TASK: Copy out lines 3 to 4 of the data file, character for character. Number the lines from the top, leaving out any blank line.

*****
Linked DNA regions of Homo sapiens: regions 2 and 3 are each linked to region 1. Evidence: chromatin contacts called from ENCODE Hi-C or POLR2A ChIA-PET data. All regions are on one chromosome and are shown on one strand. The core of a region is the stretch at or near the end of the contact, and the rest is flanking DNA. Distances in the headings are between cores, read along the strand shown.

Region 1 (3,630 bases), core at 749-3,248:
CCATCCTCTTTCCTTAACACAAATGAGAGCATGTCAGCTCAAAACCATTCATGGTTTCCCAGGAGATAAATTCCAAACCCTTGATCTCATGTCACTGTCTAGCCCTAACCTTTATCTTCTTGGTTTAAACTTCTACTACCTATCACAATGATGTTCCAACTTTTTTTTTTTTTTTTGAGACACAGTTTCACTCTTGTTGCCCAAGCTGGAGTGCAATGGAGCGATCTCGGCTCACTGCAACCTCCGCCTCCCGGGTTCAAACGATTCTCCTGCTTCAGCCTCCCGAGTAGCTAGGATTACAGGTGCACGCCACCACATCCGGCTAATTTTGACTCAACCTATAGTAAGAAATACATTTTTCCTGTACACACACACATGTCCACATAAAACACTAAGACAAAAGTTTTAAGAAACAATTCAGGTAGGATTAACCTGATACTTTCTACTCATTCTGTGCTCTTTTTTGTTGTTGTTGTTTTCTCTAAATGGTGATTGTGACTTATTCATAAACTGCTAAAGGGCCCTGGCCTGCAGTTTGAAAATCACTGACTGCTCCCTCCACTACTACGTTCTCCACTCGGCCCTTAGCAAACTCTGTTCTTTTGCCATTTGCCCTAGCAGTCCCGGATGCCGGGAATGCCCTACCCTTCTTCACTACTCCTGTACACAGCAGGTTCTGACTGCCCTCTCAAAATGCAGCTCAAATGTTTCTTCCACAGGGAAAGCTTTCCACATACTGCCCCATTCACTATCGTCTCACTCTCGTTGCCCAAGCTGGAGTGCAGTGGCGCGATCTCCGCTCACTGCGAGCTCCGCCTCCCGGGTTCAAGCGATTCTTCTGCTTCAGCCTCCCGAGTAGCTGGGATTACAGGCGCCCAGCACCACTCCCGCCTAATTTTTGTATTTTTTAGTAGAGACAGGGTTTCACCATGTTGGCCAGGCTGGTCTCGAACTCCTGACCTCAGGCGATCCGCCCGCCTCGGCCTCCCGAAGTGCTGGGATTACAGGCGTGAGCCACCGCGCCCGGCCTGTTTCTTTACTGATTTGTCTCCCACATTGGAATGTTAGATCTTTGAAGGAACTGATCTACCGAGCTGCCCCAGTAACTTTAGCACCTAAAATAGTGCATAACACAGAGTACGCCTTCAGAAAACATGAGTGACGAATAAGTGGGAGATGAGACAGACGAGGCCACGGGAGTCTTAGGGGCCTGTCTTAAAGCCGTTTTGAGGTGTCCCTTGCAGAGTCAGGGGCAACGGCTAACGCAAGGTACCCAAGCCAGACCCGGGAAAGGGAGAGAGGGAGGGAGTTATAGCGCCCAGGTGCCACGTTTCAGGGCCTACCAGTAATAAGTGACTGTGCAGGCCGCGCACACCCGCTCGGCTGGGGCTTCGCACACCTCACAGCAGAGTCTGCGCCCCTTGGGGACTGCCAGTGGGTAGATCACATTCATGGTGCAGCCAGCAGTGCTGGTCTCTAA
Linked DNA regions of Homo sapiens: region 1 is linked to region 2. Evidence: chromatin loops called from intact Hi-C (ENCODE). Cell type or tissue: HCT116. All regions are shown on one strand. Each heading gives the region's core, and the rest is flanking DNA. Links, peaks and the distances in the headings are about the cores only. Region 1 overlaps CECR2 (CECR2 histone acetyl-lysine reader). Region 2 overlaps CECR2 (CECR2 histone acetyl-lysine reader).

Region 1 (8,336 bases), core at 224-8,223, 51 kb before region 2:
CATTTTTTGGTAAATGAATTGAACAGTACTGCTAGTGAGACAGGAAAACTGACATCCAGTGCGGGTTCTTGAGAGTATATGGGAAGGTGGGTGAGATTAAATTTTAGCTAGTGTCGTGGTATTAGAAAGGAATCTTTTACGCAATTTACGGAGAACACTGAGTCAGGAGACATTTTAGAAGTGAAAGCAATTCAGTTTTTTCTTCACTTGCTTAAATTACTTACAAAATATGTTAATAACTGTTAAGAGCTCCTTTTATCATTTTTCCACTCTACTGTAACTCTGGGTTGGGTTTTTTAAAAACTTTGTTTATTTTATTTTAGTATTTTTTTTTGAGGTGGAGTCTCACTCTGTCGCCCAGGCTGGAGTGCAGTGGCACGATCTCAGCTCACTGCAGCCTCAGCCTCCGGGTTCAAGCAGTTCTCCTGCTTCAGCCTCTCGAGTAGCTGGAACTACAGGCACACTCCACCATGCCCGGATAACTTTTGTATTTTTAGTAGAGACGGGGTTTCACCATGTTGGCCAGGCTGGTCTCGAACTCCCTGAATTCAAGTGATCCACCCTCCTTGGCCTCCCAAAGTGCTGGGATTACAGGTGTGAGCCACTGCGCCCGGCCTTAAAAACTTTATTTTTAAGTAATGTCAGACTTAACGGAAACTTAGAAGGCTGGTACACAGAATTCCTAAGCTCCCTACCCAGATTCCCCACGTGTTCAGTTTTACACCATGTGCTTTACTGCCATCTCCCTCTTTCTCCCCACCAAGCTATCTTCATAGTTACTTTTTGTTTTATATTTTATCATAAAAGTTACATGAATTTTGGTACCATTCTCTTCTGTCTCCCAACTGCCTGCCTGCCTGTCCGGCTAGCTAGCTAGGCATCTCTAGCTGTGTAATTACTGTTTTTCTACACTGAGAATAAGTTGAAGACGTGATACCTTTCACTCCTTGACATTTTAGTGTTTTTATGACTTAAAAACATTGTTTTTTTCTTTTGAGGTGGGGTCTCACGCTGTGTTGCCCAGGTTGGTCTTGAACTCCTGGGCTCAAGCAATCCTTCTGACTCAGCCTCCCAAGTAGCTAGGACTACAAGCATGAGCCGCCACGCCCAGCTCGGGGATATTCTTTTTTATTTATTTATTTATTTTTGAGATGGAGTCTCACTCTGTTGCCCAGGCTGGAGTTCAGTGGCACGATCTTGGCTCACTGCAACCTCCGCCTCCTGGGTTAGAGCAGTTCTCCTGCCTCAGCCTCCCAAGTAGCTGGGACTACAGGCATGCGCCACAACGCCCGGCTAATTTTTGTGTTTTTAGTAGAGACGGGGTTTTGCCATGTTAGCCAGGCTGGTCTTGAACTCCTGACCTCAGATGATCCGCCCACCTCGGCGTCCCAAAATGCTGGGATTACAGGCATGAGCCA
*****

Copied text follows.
CCATCCTCTTTCCTTAACACAAATGAGAGCATGTCAGCTCAAAACCATTCATGGTTTCCCAGGAGATAAATTCCAAACCCTTGATCTCATGTCACTGTCTAGCCCTAACCTTTATCTTCTTGGTTTAAACTTCTACTACCTATCACAATGATGTTCCAACTTTTTTTTTTTTTTTTGAGACACAGTTTCACTCTTGTTGCCCAAGCTGGAGTGCAATGGAGCGATCTCGGCTCACTGCAACCTCCGCCTCCCGGGTTCAAACGATTCTCCTGCTTCAGCCTCCCGAGTAGCTAGGATTACAGGTGCACGCCACCACATCCGGCTAATTTTGACTCAACCTATAGTAAGAAATACATTTTTCCTGTACACACACACATGTCCACATAAAACACTAAGACAAAAGTTTTAAGAAACAATTCAGGTAGGATTAACCTGATACTTTCTACTCATTCTGTGCTCTTTTTTGTTGTTGTTGTTTTCTCTAAATGGTGATTGTGACTTATTCATAAACTGCTAAAGGGCCCTGGCCTGCAGTTTGAAAATCACTGACTGCTCCCTCCACTACTACGTTCTCCACTCGGCCCTTAGCAAACTCTGTTCTTTTGCCATTTGCCCTAGCAGTCCCGGATGCCGGGAATGCCCTACCCTTCTTCACTACTCCTGTACACAGCAGGTTCTGACTGCCCTCTCAAAATGCAGCTCAAATGTTTCTTCCACAGGGAAAGCTTTCCACATACTGCCCCATTCACTATCGTCTCACTCTCGTTGCCCAAGCTGGAGTGCAGTGGCGCGATCTCCGCTCACTGCGAGCTCCGCCTCCCGGGTTCAAGCGATTCTTCTGCTTCAGCCTCCCGAGTAGCTGGGATTACAGGCGCCCAGCACCACTCCCGCCTAATTTTTGTATTTTTTAGTAGAGACAGGGTTTCACCATGTTGGCCAGGCTGGTCTCGAACTCCTGACCTCAGGCGATCCGCCCGCCTCGGCCTCCCGAAGTGCTGGGATTACAGGCGTGAGCCACCGCGCCCGGCCTGTTTCTTTACTGATTTGTCTCCCACATTGGAATGTTAGATCTTTGAAGGAACTGATCTACCGAGCTGCCCCAGTAACTTTAGCACCTAAAATAGTGCATAACACAGAGTACGCCTTCAGAAAACATGAGTGACGAATAAGTGGGAGATGAGACAGACGAGGCCACGGGAGTCTTAGGGGCCTGTCTTAAAGCCGTTTTGAGGTGTCCCTTGCAGAGTCAGGGGCAACGGCTAACGCAAGGTACCCAAGCCAGACCCGGGAAAGGGAGAGAGGGAGGGAGTTATAGCGCCCAGGTGCCACGTTTCAGGGCCTACCAGTAATAAGTGACTGTGCAGGCCGCGCACACCCGCTCGGCTGGGGCTTCGCACACCTCACAGCAGAGTCTGCGCCCCTTGGGGACTGCCAGTGGGTAGATCACATTCATGGTGCAGCCAGCAGTGCTGGTCTCTAA
Linked DNA regions of Homo sapiens: region 1 is linked to region 2. Evidence: chromatin loops called from intact Hi-C (ENCODE). Cell type or tissue: HCT116. All regions are shown on one strand. Each heading gives the region's core, and the rest is flanking DNA. Links, peaks and the distances in the headings are about the cores only. Region 1 overlaps CECR2 (CECR2 histone acetyl-lysine reader). Region 2 overlaps CECR2 (CECR2 histone acetyl-lysine reader).